Dersch v. Canada (Attorney General)  2 S.C.R. 1505: Interception of private communications -- Whether accused must show prima facie misconduct by applicant before being able to inspect affidavit filed in support of wiretap authorization.Present: Beetz, McIntyre, Lamer, Wilson, Le Dain, La Forest and L'Heureux-Dubé JJ.
Re-hearing: 1989: October 2; 1990: November 22.
Present: Dickson C.J. and Lamer C.J. and La Forest, L'Heureux-Dubé, Sopinka, Gonthier and McLachlin JJ.
ON APPEAL FROM THE COURT OF APPEAL FOR BRITISH COLUMBIA
Criminal law -- Interception of private communications -- Access to sealed packet -- Whether accused must show prima facie misconduct by applicant before being able to inspect affidavit filed in support of wiretap authorization -- Criminal Code, R.S.C. 1970, c. C-34, s. 178.14 -- Canadian Charter of Rights and Freedoms, ss. 7, 8.
Appellants were charged with various drug trafficking offences. The evidence against them was obtained partly from wiretaps. They were granted access to the sealed packets containing the affidavits used to obtain the wiretap authorizations, but the provincial superior court ruled that the packets should not have been released when the appellants had not shown prima facie misconduct by the applicants for the authorizations. The Court of Appeal affirmed this decision.
Held: The appeal should be allowed.
Per Dickson C.J. and Lamer C.J. and La Forest, Sopinka and Gonthier JJ.: Prima facie misconduct is not required to be shown by an accused who seeks access to the documents relating to an application for a wiretap authorization. The assertion that the admission of the evidence is challenged and that access is required in order to permit full answer and defence to be made is sufficient.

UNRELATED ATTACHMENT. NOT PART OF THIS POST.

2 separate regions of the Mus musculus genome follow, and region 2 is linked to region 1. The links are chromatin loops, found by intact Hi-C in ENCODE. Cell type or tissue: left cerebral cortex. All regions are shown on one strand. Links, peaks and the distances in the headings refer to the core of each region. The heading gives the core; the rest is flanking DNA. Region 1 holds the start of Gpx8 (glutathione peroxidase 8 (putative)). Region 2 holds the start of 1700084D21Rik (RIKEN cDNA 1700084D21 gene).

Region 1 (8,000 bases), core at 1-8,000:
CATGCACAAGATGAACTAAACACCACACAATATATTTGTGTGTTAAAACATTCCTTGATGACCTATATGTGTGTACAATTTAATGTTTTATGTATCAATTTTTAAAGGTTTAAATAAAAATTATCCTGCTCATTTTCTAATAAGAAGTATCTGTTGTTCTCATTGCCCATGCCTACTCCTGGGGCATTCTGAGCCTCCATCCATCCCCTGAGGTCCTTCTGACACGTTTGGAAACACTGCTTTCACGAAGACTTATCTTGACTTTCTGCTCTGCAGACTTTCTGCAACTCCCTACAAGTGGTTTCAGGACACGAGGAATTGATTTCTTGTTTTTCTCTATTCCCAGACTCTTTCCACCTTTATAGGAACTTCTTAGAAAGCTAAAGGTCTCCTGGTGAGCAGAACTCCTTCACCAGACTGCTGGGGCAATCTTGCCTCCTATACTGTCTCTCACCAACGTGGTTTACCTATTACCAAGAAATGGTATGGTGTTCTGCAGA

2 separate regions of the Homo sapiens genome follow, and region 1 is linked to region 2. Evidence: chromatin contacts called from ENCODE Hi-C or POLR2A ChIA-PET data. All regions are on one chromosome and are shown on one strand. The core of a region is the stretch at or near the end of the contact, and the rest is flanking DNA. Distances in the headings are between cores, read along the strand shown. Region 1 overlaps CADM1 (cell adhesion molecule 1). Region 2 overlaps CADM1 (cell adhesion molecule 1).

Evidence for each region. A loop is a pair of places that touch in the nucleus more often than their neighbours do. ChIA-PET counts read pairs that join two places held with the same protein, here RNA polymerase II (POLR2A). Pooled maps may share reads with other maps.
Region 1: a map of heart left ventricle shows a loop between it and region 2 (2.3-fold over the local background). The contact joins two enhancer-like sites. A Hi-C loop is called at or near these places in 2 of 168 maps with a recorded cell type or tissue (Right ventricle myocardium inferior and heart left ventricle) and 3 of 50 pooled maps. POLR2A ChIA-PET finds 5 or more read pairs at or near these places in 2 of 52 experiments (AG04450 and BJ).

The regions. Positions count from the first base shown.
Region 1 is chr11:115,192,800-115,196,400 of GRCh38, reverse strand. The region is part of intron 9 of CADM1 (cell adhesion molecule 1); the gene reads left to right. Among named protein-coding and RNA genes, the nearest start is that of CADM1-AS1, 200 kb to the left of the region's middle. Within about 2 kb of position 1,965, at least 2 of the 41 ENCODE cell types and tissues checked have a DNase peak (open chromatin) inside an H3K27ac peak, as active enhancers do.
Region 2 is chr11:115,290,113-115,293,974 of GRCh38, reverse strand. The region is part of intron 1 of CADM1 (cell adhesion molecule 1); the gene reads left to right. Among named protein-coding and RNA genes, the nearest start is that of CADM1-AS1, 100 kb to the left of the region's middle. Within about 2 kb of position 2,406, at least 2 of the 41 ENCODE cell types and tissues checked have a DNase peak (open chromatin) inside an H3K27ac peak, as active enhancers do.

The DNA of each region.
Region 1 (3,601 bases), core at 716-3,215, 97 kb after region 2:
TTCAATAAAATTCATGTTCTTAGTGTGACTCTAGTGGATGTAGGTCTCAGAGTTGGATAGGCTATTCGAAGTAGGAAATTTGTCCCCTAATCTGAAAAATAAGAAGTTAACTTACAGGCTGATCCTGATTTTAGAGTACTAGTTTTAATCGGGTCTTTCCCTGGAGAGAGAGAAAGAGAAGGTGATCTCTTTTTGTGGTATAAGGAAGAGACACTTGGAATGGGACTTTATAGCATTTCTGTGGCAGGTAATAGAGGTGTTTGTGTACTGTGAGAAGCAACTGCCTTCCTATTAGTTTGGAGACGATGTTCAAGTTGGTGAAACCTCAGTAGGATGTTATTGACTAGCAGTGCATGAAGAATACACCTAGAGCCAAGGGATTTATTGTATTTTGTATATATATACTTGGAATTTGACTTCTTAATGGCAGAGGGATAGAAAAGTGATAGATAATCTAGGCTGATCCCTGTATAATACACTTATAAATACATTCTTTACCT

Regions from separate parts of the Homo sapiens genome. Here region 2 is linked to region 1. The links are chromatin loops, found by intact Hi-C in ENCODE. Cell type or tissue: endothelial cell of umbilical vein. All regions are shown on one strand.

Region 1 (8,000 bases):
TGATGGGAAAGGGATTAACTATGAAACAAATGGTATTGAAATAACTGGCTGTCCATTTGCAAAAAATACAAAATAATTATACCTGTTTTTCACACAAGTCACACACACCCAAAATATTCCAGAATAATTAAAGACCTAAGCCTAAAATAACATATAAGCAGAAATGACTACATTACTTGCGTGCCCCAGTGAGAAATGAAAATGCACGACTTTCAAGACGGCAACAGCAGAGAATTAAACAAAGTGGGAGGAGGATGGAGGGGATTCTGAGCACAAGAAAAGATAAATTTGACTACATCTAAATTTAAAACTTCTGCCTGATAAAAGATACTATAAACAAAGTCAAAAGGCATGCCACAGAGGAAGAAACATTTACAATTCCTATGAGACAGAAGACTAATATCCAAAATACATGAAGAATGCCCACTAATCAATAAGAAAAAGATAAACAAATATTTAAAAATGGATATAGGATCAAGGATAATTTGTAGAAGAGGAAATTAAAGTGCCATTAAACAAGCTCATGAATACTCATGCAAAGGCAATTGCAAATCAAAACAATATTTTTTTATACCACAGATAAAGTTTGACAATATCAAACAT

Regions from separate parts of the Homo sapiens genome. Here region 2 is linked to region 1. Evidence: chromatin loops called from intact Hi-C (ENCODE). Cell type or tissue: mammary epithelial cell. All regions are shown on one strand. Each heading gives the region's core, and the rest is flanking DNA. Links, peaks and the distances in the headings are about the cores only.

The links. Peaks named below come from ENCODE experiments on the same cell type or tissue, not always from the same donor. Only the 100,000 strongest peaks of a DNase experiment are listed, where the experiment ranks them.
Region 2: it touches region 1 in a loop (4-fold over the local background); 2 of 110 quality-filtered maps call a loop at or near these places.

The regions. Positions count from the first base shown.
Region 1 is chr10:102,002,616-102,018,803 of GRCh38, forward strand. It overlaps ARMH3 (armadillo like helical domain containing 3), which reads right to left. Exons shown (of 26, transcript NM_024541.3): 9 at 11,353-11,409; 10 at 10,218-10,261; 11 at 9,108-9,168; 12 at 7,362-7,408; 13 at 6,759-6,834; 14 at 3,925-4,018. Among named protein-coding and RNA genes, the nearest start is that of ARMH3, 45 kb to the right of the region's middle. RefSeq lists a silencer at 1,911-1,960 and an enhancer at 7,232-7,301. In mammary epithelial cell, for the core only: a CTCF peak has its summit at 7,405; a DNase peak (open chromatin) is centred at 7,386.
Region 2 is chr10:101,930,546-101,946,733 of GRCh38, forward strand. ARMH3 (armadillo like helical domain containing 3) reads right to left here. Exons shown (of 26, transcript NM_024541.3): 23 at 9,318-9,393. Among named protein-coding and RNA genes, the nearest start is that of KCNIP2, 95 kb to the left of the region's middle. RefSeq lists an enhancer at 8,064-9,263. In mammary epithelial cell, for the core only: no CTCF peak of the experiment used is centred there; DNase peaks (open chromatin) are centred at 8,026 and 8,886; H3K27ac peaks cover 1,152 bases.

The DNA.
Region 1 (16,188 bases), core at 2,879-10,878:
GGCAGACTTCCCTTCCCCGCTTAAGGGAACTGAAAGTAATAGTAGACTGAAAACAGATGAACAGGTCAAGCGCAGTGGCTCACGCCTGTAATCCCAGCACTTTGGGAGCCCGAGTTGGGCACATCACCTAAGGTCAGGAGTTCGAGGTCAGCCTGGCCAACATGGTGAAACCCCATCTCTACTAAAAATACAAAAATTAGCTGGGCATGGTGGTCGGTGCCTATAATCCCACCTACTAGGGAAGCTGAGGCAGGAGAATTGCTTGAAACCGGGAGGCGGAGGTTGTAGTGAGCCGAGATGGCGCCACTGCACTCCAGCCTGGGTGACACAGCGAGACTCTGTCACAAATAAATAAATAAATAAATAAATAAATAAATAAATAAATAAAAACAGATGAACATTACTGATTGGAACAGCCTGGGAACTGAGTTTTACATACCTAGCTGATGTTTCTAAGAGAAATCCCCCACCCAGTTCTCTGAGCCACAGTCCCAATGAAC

Under s. 178.14(1)(a)(ii) of the Criminal Code, the sealed packet is to be opened only on the order of a judge. The fact that Parliament relies on judicial discretion does not disclose an intention to deny the accused disclosure, but rather indicates that the judge must carefully and thoroughly exercise his discretion taking into account all the interests involved. A series of pre-Charter cases read in certain very restrictive criteria, but the right to make full answer and defence requires disclosure to an accused, since without the information contained in the packet he may not be able to establish that the interception was unlawfully made and thus inadmissible, or unreasonably made and thus in contravention of s. 8 of the Canadian Charter of Rights and Freedoms. The judge still has a discretion but, in the case of an accused, it would not be judicially exercised in conformity with the Charter right unless the application is granted.
Here, the authorization is spent, and the concern with respect to disclosure of police informers and techniques will be addressed by the trial judge in determining the degree to which editing is required. If dissatisfied with the editing, the Crown always has the option of withdrawing tender of the evidence.
Per L'Heureux-Dubé and McLachlin JJ.: The question of whether the packet should be opened is a matter within the discretion of the judge hearing the application, who must balance the interests of the accused in the protection of privacy and a fair trial, including the right to make full answer and defence, with the public interest in the administration of justice. Given the importance of the accused's right to make full answer and defence, the balance will generally fall in favour of opening the packet, subject to editing and special concerns for the administration of justice which may arise in particular cases. Here there is nothing to suggest that the balance mandates any other conclusion than the issuing judge's decision to open the packet.
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